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WSU vs Cal: Golden Bears' explosive run game could prove pivotal

Cal brings their Bear Raid to Pullman following consecutive barn-burners. Can Wazzu keep it in check?

Kelley L Cox-USA TODAY Sports

After some figurative growing pains and very literal injury pains in the first year under Sonny Dykes, the California Golden Bears look much improved this season, at least offensively. Dykes and his offensive coordinator, Tony Franklin, are both branches of the Hal Mumme Coaching Tree and have implemented an Air Raid style at Cal -- dubbed, "Bear Raid."

However, it's not quite the same thing we're familiar with on the Palouse. Coug linebacker Jeremiah Allison put it best during his media session on Monday, where he called them "fraternal twins".  They're close, but Dykes-Franklin are really starting to develop their own brand in Berkeley.

Most notably you can see it in their run game. The Bears have run the ball 164 times -- 54 percent of their offensive plays -- accumulating 687 yards in the process. The "Bear Raid" has grounded a bit, shifting from last year's near 52 pass attempts per game to just under 35 this season.

Jared Goff and the receivers are still extremely productive -- racking up 363 yards per game with 10.2 yards per attempt -- but when you expect two teams to air it out against one another, as we do this Saturday, it might end up being the Bear ground game that causes problems for the Cougs.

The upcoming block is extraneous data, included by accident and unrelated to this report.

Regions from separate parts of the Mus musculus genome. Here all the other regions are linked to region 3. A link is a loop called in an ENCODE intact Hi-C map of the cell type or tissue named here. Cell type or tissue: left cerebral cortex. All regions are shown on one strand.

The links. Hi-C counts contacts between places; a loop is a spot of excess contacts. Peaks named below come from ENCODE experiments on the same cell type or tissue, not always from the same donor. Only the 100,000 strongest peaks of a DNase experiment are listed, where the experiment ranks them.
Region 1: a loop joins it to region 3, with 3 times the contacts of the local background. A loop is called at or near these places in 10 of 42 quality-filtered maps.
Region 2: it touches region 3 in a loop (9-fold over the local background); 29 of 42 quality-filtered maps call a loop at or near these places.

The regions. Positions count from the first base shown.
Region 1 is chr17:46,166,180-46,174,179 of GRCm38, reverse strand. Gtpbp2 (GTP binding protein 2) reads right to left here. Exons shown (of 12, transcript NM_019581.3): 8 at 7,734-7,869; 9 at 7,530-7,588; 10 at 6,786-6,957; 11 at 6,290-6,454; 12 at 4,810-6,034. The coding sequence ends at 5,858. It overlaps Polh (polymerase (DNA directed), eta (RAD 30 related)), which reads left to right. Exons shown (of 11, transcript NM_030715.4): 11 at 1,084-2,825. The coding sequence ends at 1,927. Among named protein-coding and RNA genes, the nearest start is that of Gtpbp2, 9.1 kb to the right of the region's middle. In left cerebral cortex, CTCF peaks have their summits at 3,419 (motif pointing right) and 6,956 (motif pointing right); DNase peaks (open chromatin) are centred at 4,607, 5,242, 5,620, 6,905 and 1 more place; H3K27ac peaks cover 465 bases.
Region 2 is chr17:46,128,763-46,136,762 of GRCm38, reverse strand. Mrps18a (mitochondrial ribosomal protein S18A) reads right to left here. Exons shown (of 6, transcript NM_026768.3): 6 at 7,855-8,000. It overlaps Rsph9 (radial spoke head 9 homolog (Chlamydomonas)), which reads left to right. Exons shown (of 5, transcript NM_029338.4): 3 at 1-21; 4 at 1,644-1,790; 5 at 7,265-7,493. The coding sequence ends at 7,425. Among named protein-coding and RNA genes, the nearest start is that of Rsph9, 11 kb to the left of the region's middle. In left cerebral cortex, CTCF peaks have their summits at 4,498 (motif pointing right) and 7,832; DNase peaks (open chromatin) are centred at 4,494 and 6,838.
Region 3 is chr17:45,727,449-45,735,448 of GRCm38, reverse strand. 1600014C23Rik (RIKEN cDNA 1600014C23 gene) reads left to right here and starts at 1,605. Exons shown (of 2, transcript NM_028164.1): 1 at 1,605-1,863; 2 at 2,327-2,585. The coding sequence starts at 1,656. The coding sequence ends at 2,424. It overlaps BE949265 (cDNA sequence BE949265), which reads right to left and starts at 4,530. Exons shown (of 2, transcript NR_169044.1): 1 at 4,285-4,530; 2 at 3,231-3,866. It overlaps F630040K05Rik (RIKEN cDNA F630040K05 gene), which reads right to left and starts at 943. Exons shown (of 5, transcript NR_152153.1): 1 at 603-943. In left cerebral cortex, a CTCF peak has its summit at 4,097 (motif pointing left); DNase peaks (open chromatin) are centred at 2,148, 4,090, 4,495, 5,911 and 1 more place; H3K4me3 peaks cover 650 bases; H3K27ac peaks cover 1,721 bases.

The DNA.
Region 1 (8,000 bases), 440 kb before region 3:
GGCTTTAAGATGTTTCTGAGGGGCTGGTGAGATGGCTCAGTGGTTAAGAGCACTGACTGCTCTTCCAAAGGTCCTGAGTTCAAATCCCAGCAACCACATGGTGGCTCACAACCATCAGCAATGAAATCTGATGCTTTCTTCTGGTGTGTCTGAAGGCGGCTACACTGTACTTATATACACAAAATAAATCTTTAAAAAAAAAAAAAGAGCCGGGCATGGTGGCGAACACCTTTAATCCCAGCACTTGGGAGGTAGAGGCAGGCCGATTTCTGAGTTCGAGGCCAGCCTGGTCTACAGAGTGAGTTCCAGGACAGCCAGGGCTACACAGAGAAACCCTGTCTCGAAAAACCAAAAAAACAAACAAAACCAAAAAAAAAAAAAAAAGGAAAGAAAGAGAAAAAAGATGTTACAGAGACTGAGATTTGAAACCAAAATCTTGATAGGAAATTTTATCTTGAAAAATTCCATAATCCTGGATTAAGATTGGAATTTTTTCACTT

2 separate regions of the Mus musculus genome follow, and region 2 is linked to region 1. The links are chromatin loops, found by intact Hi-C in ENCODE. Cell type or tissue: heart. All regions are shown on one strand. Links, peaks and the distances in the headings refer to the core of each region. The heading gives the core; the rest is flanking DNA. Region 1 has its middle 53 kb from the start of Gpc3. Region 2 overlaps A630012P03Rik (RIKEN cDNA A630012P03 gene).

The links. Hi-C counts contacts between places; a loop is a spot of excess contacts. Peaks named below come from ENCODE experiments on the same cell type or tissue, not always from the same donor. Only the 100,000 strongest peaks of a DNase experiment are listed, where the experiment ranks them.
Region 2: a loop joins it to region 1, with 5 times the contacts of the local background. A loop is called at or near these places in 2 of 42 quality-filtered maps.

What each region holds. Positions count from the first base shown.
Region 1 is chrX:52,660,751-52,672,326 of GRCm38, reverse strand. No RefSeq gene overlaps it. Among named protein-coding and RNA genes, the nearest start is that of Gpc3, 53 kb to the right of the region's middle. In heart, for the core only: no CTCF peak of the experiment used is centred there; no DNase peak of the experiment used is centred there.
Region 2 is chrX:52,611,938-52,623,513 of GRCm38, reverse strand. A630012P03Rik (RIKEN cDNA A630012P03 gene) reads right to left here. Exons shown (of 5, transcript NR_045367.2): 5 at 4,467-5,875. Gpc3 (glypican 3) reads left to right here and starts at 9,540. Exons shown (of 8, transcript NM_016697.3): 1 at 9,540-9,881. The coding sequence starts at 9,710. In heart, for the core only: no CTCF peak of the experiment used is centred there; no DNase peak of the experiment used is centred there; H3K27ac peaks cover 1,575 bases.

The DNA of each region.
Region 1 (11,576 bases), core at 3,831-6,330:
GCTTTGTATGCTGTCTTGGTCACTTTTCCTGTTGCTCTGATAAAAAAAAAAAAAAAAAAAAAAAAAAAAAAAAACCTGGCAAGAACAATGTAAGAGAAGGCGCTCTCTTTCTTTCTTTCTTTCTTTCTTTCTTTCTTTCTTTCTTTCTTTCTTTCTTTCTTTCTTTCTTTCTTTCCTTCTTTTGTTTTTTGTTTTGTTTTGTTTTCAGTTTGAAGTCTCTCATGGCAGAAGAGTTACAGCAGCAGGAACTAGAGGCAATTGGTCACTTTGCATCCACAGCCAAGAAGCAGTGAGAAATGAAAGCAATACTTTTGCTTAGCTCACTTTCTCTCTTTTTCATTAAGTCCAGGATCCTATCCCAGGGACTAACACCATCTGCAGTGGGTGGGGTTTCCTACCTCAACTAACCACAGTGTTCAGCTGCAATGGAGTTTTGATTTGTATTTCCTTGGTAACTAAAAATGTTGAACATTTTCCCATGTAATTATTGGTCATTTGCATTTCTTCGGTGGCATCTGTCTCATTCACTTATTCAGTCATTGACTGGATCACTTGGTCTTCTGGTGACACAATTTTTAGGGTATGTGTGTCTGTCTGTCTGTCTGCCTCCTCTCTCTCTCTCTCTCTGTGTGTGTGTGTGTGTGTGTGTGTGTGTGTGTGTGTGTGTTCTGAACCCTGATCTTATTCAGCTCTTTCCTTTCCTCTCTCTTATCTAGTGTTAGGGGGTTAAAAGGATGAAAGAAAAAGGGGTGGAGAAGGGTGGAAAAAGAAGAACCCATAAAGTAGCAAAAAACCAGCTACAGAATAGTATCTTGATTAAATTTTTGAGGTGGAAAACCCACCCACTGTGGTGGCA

Cal's leading rusher is junior Daniel Lasco, who has 55 attempts in four games for 347 yards. Both Lasco and the Bears' other back, Khalfani Muhammad, have 50-yard TD runs. Five of Cal's top seven receivers have a touchdown reception over 60 yards. Half of the Bears' 24 touchdowns have come from drives of five plays or less.

The Bears could arguably be the most explosive team in the conference right now. Although they look fairly middling in the following table at first blush, closer inspection reveals they have the most plays going for over 30 yards from scrimmage and are second in the conference in plays over 20 yards.